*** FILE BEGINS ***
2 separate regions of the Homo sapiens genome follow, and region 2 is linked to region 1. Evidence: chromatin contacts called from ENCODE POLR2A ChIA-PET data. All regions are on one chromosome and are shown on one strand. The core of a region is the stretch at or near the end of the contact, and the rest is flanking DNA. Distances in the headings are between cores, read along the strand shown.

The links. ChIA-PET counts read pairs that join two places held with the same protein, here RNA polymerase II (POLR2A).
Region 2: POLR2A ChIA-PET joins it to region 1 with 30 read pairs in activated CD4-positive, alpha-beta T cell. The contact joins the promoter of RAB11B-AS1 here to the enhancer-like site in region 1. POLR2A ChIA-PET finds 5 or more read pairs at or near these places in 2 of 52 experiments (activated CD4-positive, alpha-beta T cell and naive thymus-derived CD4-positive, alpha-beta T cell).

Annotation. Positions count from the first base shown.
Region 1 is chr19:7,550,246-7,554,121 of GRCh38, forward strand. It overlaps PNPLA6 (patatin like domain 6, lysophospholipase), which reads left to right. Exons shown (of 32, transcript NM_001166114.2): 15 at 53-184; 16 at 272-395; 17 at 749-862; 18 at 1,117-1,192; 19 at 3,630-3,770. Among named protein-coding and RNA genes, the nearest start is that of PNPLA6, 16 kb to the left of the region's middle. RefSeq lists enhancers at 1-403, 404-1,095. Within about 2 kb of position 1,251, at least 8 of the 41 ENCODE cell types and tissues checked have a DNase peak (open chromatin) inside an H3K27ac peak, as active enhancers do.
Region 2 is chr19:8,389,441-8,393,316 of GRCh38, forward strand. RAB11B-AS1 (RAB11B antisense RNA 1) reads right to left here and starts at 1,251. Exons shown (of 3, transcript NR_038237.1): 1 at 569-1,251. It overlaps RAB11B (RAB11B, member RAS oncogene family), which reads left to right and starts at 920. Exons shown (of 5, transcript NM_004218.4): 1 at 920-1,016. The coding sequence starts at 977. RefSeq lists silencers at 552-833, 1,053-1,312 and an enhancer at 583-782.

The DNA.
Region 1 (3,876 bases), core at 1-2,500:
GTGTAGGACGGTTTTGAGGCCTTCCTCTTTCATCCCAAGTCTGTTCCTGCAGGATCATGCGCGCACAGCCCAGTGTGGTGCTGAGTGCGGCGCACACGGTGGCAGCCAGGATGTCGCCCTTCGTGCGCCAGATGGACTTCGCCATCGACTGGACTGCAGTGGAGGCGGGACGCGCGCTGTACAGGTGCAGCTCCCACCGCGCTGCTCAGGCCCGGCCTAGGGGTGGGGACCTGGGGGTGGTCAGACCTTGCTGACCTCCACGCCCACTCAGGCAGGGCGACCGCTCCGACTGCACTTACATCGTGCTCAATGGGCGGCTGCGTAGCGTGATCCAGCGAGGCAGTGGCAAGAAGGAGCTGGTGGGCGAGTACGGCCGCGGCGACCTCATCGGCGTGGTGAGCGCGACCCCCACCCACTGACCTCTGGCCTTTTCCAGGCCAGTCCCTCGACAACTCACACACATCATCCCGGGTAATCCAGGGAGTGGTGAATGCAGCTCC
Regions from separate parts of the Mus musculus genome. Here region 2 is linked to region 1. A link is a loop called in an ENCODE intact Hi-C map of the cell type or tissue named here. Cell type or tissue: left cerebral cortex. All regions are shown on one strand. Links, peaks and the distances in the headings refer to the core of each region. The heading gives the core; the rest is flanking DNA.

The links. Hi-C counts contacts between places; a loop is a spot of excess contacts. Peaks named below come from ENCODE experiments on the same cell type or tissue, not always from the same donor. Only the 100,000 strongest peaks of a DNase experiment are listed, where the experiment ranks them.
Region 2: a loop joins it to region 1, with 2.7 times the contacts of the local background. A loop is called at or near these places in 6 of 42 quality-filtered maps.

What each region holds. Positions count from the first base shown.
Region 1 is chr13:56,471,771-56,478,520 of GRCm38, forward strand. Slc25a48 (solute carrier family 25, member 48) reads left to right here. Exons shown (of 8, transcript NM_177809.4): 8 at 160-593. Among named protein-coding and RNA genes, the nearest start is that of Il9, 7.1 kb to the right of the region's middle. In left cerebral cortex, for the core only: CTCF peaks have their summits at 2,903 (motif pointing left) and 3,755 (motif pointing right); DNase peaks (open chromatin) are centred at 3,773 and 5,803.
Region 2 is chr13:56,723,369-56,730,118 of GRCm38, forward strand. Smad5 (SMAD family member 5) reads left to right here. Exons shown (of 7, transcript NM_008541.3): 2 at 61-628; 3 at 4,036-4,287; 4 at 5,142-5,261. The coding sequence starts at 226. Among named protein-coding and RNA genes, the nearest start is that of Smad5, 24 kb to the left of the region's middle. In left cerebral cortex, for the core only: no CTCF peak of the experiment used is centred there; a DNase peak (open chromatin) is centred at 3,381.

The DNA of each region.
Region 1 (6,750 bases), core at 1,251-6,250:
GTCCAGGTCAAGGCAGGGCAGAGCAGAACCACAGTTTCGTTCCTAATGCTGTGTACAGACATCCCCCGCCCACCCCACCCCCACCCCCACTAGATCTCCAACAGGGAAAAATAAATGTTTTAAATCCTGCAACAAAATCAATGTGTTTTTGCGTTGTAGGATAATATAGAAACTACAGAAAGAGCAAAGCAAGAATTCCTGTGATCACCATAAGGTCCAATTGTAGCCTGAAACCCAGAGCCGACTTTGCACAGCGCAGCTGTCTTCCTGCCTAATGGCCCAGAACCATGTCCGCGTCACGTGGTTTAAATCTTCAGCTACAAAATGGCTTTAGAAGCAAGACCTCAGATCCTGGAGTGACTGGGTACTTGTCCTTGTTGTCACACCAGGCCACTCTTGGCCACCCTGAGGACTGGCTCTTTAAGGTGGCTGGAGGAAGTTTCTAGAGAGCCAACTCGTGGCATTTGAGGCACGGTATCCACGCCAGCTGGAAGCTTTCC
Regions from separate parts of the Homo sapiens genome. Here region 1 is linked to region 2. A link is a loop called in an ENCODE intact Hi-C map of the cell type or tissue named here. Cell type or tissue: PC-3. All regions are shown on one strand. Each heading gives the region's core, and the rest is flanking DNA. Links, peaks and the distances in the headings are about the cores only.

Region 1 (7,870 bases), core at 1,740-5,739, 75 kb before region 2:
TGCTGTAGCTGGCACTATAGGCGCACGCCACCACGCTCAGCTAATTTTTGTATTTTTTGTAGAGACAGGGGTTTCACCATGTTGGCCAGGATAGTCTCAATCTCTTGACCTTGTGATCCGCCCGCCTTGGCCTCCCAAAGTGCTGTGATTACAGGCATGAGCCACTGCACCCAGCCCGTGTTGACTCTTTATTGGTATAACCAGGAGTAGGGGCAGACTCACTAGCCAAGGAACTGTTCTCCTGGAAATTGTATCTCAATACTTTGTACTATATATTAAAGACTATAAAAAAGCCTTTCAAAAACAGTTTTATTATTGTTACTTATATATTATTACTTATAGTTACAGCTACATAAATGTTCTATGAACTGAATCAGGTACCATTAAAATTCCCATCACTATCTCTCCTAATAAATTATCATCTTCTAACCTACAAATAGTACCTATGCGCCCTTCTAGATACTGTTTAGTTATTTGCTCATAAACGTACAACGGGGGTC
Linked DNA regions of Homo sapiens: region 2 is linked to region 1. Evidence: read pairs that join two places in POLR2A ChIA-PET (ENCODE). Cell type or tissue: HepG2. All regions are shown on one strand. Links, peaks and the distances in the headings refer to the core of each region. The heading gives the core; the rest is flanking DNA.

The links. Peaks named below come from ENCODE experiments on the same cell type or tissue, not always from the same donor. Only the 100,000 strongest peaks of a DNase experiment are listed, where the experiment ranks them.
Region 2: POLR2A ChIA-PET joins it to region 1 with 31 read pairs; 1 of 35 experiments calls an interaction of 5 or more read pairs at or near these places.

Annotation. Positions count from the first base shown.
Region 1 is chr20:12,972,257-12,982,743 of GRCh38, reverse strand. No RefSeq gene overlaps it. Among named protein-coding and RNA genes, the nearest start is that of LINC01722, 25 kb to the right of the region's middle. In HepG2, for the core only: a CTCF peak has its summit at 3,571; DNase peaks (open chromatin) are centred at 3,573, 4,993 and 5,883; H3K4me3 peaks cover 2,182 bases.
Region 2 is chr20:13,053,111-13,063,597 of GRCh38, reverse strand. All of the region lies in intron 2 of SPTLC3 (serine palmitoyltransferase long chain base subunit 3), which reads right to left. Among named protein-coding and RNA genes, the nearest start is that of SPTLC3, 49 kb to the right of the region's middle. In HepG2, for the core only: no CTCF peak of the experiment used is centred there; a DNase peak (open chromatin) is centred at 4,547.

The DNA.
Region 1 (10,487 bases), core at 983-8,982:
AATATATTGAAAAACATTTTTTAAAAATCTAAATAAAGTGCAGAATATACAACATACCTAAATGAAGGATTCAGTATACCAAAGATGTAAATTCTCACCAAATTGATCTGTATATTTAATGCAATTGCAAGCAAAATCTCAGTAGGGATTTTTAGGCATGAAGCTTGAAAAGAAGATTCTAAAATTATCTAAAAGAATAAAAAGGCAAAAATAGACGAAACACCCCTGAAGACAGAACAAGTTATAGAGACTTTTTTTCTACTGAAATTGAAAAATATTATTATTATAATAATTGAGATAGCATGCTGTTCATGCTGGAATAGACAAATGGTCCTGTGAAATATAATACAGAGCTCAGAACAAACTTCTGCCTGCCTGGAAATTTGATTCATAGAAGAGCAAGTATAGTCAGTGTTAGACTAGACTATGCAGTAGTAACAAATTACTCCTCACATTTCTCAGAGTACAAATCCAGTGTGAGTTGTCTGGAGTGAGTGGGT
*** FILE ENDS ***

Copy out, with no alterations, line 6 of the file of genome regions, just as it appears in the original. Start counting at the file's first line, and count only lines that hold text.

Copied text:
Region 2 is chr19:8,389,441-8,393,316 of GRCh38, forward strand. RAB11B-AS1 (RAB11B antisense RNA 1) reads right to left here and starts at 1,251. Exons shown (of 3, transcript NR_038237.1): 1 at 569-1,251. It overlaps RAB11B (RAB11B, member RAS oncogene family), which reads left to right and starts at 920. Exons shown (of 5, transcript NM_004218.4): 1 at 920-1,016. The coding sequence starts at 977. RefSeq lists silencers at 552-833, 1,053-1,312 and an enhancer at 583-782.